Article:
There were a number of boats on the Humber going by the name of Friends, but this MAY have been the boat owned by Robert Rose in 1869 which ran aground outside of Lowestoft Harbour, and was the subject of a dispute with the boatyard that subsequently repaired her.  She was sloop rigged, and had earlier been owned for five or six years by Jonas Drewry, who Robert Rose engaged as her skipper after he bought her.  These details were correct in the perod 1869-1871.  Previously owned by William Waddingham of Winteringham, and Robert Lawty, Hull

 

 

 

 

 

 

 

 

 

Routh & Waddingham

Charles Oliver

Trawler

 

 

 

 

 

Routh & Waddingham

Charles Oscar6

Fishing Smack

 

 

 

Launched on Saturday 24th November, 1877, by Mrs Waddingham, in the presence of “a large concourse of people.”  The Charles Oscar was the first fishing smack built at Winteringham.  She was owned by C Crowther, ships chandlers, of Grimsby, and had a beam of 20 feet.  See below for her heroic rescue fo a Dutch crew (1880) and her own demise on a reef (1884).

Please note that this may be the ship named as Charles Oliver above, whose name was gleaned from the pages of the 1933 WEA group publication.  The name “Charles Oscar” is from a report in the Hull Packet of 30th November 1877.

 

Routh & Waddingham

Northern Lights

Trawler

1879

 

 

Launched mid-May 1879 in front of an estimated 400-500 spectators.  Christened by Mr Westcott of Grimsby, with the name of Nord Lyset (Northern Lights).  20’ by 81’, 78 tons, designed by her owner Hans Mohr of Thorshaven, for the cod fishery off the Faroe Islands.

 

Routh & Waddingham

Coranilla 4

Trawler

1882

 

 

 

 

Routh & Waddingham

Mary Ann 1

Trawler

 

 

 

 

 

 

 

 

 

 

 

 

 

Routh & Waddingham

Nemo

Keel

1884

 

 

Built 1884, 49 tons, registered Hull, official number 91391.

 

Routh & Waddingham

Reliance

Keel

 

 

 

 

 

Routh & Waddingham

Amity

Keel

 

 

 

 

 

 

 

 

 

 

 

 

 

Routh & Waddingham

Aimwell5

Sea-going Ketch

1883

 

 

Official number 88136; A vessel named Aimwell, which we believe to be the one built at Winteringham, sank on 17th October 1919.  She had been heading to Goole from Newcastle with a cargo of sulphur ore, and was spotted by the Clara, a trading steamer on passage from Antwerp to Goole.  The Clara found no-one on board, and the Aimwell taking in water.  The Clara tried to tow the Aimwell, but after a short while, the Aimwell keeled over and sank, and the heavy rope used for the towing had to be cut.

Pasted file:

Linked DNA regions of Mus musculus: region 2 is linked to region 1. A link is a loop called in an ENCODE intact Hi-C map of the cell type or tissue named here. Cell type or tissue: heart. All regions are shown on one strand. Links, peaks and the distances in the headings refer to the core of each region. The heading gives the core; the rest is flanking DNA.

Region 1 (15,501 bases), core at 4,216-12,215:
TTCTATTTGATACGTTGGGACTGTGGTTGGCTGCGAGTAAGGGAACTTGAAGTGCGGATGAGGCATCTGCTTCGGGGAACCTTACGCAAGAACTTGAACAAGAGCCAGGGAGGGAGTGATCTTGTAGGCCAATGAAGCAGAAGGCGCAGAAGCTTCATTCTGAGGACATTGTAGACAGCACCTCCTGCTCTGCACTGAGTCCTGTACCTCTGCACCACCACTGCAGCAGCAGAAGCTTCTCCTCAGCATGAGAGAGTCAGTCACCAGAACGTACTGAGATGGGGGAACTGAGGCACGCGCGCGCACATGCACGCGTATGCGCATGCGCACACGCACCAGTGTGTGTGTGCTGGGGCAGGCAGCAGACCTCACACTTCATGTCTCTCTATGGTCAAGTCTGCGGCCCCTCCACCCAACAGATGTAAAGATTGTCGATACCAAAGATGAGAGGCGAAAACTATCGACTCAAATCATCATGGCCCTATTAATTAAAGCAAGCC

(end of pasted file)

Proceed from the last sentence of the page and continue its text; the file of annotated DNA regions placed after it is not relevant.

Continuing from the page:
(Billy Boy)

 

 

 

 

 

 

 

 

 

 

 

 

 

Routh & Waddingham

George & Frances 2

Shrimping smack

 

 

 

 

 

Routh & Waddingham

Nimrod

Shrimping smack

 

 

 

 

 

Routh & Waddingham

Reliance 3

Shrimping smack

 

 

 

 

 

 

 

 

 

 

 

 

 

Routh & Waddingham

Spring

Sloop

 

 

 

 

 

Routh & Waddingham

Thistle

Sloop

 

 

 

Earle's Cement

 

 

 

 

 

 

 

 

 

Routh & Waddingham

The Swell

Steam Drifter

1917*

146868

97 tons

 

 

Routh & Waddingham

Tiderace

Steam Drifter

Cancelled 1919

 

 

Never built, due to end of Great War

 

The above list includes information from Winteringham WEA Group 1933, and Peter, the webmaster, at www.humberpacketboats.co.uk

Aimwell was 25m x 5.19m and two-masted.

Aimwell was launched 23rd July 1883, and named by Miss Lily Barraclough of Barton on Humber, built for Messrs R and J Barraclough of Barton.  Schooner rigged, and largest built at Winteringham at the time at 130 tons “burthen.”

Notes:

1: There was a boat called Mary Ann registered at Grimsby with number GY 1258 from 1903-1908.  It is uncertain if this was the Winteringham boat.
2: There was a boat called George and Frances registered at Grimsby with number GY 490 from 1915-38.  It is uncertain if this was the Winteringham boat.
3: There was a boat called Reliance registered at Grimsby with number GY 1282 from 1903-11.  It is uncertain if this was the Winteringham boat.
4. The Routh’s had a daughter in 1888 or 1889, who had a similar name.  There are several spellings.  The 1891 census spells her name as Coranilla, but Judith Chant gives the spelling “Coronella.”  With this spelling comes the names of several sail trawlers of exactly this name - none being ‘our’ trawler, unfortunately! 
5: There were other boats built elsewhere going by the name of Aimwell.  The origin of the name may be the racehorse which won the Epsom Derby on 5th May 1785.
6: The Charles Oscar was involved in an heroic rescue in the North Sea, following a great gale in November 1880.  She took on board the crew of the Dutch schooner Elizabeth Lorlina, and returned them to Grimsby.  The Elizabeth Lorlina was on the point of sinking when the Charles Oscar rescued her Captain - called Boy - his two sons, and mate.  A fifth crew member had been washed overboard and lost during the storm.  Half a dozen smacks from Grimsby were overdue following the gale, and causing considerable anxiety for their safe return.  The Charles Oscar was abandoned and broke up in May 1884, whilst fishing.  She struck on the Horn Reefs, Jutland, whilst fishing, and the Board of Trade Inquiry found that her captain was below decks resting, whilst leaving one of her crew on deck.  Whilst this was “universal practice” in the fishing community, the Inquiry found that the captain took no account of the tide and other conditions that should have had his personal supervision, and he had his certificate suspended for three calendar months.

 

 

Swell at Winteringham BoatyardRight: The Swell at Winteringham